Finally, SARA provides a number of useful mechanisms to facilitate public access to information and the decision-making process under SARA. However, SARA no longer contains a "citizen suit" provision that would enable individuals to go to the civil courts to seek judicial relief in respect of contraventions of the Act. Citizen suit provisions already exist in the Canadian Environmental Protection Act, 1999 and a number of provincial laws, and had been proposed in a previous version of SARA (e.g., Bill C-65). SARA's current lack of a citizen suit provision raises important concerns about ensuring legal accountability for non-compliance with (or non-enforcement of) SARA.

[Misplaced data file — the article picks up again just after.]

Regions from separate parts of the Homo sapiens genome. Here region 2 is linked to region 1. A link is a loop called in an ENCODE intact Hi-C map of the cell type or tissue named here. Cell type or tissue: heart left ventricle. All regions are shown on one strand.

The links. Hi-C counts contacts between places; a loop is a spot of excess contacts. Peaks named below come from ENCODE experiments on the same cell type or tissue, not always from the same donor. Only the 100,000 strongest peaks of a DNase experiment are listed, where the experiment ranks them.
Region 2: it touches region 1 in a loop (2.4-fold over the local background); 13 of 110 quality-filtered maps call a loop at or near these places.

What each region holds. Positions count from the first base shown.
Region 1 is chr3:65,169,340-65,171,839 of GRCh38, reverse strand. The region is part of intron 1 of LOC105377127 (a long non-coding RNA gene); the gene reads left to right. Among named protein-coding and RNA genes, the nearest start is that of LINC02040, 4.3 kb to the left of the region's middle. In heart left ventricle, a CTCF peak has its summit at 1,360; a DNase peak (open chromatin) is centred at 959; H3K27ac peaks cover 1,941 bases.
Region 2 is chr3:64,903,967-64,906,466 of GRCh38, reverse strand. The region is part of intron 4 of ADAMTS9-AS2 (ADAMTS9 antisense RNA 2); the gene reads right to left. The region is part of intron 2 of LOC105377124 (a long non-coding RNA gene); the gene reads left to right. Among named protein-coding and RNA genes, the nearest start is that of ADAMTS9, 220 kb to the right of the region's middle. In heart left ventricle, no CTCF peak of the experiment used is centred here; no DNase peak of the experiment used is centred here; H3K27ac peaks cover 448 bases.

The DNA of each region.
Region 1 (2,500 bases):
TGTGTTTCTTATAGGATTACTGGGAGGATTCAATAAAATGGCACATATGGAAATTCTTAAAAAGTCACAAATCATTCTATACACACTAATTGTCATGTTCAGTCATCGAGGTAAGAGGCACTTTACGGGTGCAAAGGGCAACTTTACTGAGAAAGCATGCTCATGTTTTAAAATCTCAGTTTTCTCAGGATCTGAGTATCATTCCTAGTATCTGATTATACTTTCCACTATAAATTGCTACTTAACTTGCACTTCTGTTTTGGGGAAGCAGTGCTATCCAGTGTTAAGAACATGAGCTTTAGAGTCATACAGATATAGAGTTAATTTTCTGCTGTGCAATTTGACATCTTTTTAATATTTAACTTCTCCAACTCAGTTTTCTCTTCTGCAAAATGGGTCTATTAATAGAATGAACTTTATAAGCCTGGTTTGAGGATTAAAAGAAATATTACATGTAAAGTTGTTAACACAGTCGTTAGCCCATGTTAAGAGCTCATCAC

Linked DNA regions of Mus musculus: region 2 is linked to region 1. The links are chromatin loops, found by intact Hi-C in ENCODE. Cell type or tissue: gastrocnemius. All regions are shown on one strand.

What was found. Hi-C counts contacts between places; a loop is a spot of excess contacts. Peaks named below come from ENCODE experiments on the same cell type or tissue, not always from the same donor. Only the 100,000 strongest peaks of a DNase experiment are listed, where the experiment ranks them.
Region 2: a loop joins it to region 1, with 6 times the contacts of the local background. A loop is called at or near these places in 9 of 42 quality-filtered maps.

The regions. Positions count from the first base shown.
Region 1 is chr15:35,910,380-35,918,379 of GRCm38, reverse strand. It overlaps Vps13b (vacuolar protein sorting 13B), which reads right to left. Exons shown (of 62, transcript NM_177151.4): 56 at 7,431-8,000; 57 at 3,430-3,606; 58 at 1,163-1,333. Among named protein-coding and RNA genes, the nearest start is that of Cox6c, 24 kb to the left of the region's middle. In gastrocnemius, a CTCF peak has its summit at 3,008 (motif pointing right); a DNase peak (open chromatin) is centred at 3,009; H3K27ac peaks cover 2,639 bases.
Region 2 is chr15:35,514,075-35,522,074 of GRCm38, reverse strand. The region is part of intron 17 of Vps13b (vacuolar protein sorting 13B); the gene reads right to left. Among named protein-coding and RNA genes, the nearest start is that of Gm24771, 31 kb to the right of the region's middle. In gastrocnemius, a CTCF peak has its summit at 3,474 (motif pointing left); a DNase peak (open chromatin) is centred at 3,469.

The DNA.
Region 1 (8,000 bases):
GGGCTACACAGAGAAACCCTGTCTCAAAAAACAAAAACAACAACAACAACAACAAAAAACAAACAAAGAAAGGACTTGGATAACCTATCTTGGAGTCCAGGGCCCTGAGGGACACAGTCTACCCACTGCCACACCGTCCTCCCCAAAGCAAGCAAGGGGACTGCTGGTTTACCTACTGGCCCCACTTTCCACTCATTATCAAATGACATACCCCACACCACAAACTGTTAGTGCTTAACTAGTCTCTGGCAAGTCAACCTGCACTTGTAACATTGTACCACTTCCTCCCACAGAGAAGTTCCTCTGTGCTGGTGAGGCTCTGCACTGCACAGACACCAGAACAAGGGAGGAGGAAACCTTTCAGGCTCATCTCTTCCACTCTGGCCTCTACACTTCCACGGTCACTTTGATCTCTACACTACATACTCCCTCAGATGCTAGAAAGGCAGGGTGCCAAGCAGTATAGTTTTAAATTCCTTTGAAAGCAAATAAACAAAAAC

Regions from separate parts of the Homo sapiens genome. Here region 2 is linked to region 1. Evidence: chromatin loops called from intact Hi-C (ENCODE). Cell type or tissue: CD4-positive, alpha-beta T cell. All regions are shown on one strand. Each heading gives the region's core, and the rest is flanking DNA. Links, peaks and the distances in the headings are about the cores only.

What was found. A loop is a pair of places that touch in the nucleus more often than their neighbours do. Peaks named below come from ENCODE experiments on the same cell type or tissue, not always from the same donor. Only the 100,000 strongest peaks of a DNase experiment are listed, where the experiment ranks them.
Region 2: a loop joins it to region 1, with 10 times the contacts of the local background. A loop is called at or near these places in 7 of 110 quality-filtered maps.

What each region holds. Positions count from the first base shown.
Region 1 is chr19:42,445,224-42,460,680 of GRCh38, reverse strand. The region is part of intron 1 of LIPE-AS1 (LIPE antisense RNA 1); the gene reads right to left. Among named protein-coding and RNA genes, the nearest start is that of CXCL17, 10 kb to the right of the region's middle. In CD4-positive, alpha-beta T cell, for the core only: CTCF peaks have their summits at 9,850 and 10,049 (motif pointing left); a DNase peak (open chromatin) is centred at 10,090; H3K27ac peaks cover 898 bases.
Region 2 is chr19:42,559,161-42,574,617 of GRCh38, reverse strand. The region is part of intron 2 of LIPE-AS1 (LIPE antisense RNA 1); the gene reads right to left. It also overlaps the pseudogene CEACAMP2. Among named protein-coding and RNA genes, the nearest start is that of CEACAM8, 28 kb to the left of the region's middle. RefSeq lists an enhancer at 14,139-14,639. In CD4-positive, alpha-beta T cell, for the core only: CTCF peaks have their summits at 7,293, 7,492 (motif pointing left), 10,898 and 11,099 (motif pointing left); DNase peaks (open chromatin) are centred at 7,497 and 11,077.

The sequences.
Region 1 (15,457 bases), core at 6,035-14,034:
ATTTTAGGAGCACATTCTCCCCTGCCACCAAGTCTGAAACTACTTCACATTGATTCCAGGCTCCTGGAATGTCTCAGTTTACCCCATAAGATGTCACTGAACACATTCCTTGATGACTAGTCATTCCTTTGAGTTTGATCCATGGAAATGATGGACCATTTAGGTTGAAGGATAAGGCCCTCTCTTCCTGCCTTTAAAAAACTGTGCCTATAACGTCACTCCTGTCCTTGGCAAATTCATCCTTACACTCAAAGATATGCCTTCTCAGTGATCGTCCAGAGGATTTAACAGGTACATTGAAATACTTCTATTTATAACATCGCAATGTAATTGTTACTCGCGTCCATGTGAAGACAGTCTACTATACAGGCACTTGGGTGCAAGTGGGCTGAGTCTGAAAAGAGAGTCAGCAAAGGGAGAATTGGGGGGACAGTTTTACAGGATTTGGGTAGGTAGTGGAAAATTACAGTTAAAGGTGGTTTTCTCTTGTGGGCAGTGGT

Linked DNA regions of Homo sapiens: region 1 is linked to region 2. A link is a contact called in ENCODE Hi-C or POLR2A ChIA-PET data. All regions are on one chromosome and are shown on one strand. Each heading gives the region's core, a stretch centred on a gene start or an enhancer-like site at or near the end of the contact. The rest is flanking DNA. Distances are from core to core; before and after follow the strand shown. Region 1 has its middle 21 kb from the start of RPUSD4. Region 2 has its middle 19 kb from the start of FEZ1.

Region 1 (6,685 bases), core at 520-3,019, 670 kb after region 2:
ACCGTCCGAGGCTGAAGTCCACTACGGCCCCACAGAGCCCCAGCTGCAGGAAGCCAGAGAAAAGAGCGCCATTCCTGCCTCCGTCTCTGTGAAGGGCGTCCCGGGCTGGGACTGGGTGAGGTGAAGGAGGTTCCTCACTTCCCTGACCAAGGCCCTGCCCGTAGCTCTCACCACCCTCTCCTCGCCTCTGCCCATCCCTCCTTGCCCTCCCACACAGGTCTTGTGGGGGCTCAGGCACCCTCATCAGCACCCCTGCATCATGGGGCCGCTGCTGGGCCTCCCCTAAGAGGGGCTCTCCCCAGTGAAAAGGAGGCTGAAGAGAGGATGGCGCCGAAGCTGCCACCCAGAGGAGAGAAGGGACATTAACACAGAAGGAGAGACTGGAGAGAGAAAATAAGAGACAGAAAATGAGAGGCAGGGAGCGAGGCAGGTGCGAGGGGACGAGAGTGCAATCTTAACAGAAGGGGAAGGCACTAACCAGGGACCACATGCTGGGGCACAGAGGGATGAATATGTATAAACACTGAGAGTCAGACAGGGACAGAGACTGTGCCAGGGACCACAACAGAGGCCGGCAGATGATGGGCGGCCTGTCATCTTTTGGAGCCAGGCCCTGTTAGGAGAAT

In light of these and other concerns, it remains to be seen how SARA's numerous discretionary provisions will be interpreted and applied by the federal ministries responsible for the Act. Indeed, it is unknown when - or whether - SARA will be passed and proclaimed into force. Accordingly, it is somewhat premature (if not erroneous) at this time for Minister Anderson to assure Canadians that SARA (as drafted) will "guarantee" the protection and recovery of all species at risk in Canada.
Rick Lindgren is a lawyer at CELA